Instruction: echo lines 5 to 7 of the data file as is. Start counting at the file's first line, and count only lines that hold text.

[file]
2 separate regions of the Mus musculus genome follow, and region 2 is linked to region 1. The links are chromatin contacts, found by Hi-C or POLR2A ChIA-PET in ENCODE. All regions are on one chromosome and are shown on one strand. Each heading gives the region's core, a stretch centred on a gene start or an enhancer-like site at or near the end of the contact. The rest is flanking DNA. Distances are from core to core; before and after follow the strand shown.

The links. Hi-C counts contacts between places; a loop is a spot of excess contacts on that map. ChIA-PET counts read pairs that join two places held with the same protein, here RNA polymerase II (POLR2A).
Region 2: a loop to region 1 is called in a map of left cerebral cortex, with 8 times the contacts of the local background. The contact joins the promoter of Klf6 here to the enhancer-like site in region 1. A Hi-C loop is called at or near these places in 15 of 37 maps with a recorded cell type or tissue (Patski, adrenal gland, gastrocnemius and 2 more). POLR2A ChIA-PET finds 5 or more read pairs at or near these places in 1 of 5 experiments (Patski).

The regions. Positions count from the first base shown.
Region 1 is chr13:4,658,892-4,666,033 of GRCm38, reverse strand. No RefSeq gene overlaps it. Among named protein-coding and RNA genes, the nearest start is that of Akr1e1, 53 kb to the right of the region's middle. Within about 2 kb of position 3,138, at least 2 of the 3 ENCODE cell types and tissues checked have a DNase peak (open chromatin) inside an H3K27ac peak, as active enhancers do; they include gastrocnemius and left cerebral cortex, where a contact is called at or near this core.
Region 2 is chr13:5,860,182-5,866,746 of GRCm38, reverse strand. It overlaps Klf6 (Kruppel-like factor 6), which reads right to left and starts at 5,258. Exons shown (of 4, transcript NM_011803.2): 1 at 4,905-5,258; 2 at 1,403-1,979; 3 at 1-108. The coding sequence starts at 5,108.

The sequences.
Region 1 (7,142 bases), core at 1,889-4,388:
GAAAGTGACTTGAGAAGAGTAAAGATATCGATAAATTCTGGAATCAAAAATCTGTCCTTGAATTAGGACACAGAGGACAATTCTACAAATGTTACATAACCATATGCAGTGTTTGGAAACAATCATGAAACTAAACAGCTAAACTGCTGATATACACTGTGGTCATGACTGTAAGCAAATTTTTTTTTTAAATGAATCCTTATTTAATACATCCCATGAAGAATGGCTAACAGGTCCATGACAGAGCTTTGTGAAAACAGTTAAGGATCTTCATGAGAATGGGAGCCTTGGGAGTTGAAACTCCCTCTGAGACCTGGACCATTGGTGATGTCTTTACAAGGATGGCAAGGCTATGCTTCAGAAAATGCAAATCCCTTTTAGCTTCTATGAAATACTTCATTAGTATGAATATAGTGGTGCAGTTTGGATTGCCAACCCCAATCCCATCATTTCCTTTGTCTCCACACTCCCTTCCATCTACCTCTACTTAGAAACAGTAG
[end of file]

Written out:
Region 1 is chr13:4,658,892-4,666,033 of GRCm38, reverse strand. No RefSeq gene overlaps it. Among named protein-coding and RNA genes, the nearest start is that of Akr1e1, 53 kb to the right of the region's middle. Within about 2 kb of position 3,138, at least 2 of the 3 ENCODE cell types and tissues checked have a DNase peak (open chromatin) inside an H3K27ac peak, as active enhancers do; they include gastrocnemius and left cerebral cortex, where a contact is called at or near this core.
Region 2 is chr13:5,860,182-5,866,746 of GRCm38, reverse strand. It overlaps Klf6 (Kruppel-like factor 6), which reads right to left and starts at 5,258. Exons shown (of 4, transcript NM_011803.2): 1 at 4,905-5,258; 2 at 1,403-1,979; 3 at 1-108. The coding sequence starts at 5,108.

The sequences.